The results of these initial C. pecorum vaccine trials had shown that a vaccine consisting of 3rMOMP (A, F and G) proteins combined with ISC adjuvant, given sub-cutaneously as a three-dose vaccination schedule, was: 1) safe to administer to both healthy and clinically diseased koalas; 2) led to the development of specific humoral and cell-mediated immune responses, and 3) elicited a therapeutic effect on animals already infected (Nyari et al. 2019). Whilst this formulation of the vaccine was showing promising results, the logistics of the three-dose vaccination regime remained challenging for administering in wild animals. Khan et al. (2014) addressed this by trialing the 3rMOMP (A, F and G) with a novel adjuvant which only required one dose. This was a tri-adjuvant (TriAdj) comprised of polyphosphazine (PCEP), polyinosinic polycytidylic acid (poly I:C) and a host defense peptide (HDP) HH2, that has previously been used successfully in laboratory animal models (Dar et al. 2012). In Khan et al. (2014) six captive, healthy and sero-negative captive female koalas were used (with six unvaccinated controls). A significant immune response was maintained for 54 weeks, post vaccination. MOMP-specific IgG antibody levels, with neutralization potential, were present in plasma, ocular and urogenital secretions, and a significant lymphocyte proliferation ability was noted. This suggested that the 3rMOMP/Tri-Adj formulation resulted in a strong and long-lasting, cellular and antibody response. The vaccine was then tested in a cohort of Chlamydia negative wild koalas (n = 10). In wild koalas this formulation produced strong Chlamydia-specific cellular (IFN-γ and IL-17A) responses in circulating PBMCs, as well as MOMP-specific and in vitro neutralizing antibodies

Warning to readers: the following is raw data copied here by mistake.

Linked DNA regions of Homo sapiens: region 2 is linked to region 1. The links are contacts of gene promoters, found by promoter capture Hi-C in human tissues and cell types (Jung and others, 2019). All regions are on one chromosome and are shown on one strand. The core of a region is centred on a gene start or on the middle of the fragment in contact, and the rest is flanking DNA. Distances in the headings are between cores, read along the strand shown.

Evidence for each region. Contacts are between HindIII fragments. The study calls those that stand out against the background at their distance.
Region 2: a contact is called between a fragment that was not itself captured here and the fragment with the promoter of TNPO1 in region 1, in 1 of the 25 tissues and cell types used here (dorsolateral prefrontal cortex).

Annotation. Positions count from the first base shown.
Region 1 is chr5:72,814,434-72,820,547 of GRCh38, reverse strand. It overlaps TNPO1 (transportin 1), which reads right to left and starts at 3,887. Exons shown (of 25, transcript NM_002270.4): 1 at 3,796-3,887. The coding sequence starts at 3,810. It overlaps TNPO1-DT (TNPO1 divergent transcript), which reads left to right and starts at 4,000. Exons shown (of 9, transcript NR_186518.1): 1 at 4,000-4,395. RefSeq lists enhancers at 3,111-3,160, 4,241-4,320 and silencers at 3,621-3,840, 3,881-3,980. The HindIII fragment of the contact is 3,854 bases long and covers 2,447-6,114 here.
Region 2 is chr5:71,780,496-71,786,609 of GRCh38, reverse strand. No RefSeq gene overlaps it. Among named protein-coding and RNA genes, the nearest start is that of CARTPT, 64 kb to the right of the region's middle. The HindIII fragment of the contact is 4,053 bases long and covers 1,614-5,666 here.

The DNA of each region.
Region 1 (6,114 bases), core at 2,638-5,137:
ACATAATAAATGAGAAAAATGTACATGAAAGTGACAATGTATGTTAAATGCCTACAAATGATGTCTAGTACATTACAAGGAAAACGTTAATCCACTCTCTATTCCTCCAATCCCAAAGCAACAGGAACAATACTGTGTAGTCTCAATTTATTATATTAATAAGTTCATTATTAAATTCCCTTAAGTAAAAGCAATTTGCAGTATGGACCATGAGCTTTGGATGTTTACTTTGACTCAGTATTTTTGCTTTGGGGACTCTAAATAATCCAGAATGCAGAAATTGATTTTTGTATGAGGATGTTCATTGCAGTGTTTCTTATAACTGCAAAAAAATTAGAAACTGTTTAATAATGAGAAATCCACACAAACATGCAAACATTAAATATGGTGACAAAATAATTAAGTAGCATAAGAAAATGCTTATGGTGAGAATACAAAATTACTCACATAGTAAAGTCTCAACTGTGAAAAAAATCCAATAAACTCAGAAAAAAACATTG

Figure 2.

Modelling of the estimated probability that vaccination of a koala Phascolarctos cinereus predicts immune response. Vaccination status (0: not vaccinated; 1: vaccinated) against different immune parameters (LPA: lymphocyte proliferation Ability in percentage %; IgG: immunglobulin G titers; IVN: in vitro neutralization potential in percentage %).

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Step 7. Field trials and a challenge study

For a vaccine to be effective, it must not only produce and immune response, but it must also provide protection to the individual when exposed to the pathogen. A well-controlled infection study is required where the individuals are vaccinated before being purposely exposed to the pathogen. However, in wildlife studies, ethical, moral and logistical restrictions often prevent this type of study from taking place (Waugh and Monamy 2016, Aske and Waugh 2017). Thus, we suggest that semi-controlled field trials could replace traditional controlled challenge studies (Waugh et al. 2016c).

For the koala example, Waugh et al. (2016c) conducted the first field trial that vaccinated and followed wild koalas in their natural habitat. The aim of this study was to determine the protective value of vaccination, following natural exposure of koalas to Chlamydia in the wild. Sixty wild koalas were separated into two groups of 30, each containing a mix of males and females, as well as a mixture of animals that were either Chlamydia PCR positive or negative at the time of vaccination. One group received no vaccine (control) while the other received a vaccine containing 3rMOMP (A, F and G; 50 µg of each) combined with ISC adjuvant (three doses were given at 0, 3 and 6 months). All koalas were fitted with radio collars for tracking and recapturing. The results of this trial were very promising, and indicated a protective effect of the vaccine. Importantly, it was noted that although some Chlamydia negative vaccinated koalas contracted a new infection post vaccination (12–20%), only one koala (4%) went on to develop disease. This contrasts with animals in the control unvaccinated group, where a significant proportion contracted new infections (20–25%), and then progressed to severe disease pathology (15%). In vaccines the protectiveness of a vaccine often has to be close to 100% in order for it to be considered for medical use, even though a lower percentage could also benefit the population. However, in wildlife, we do not have the same restrictions thus a protective effect, less than 100%, can be useful for conservation and management.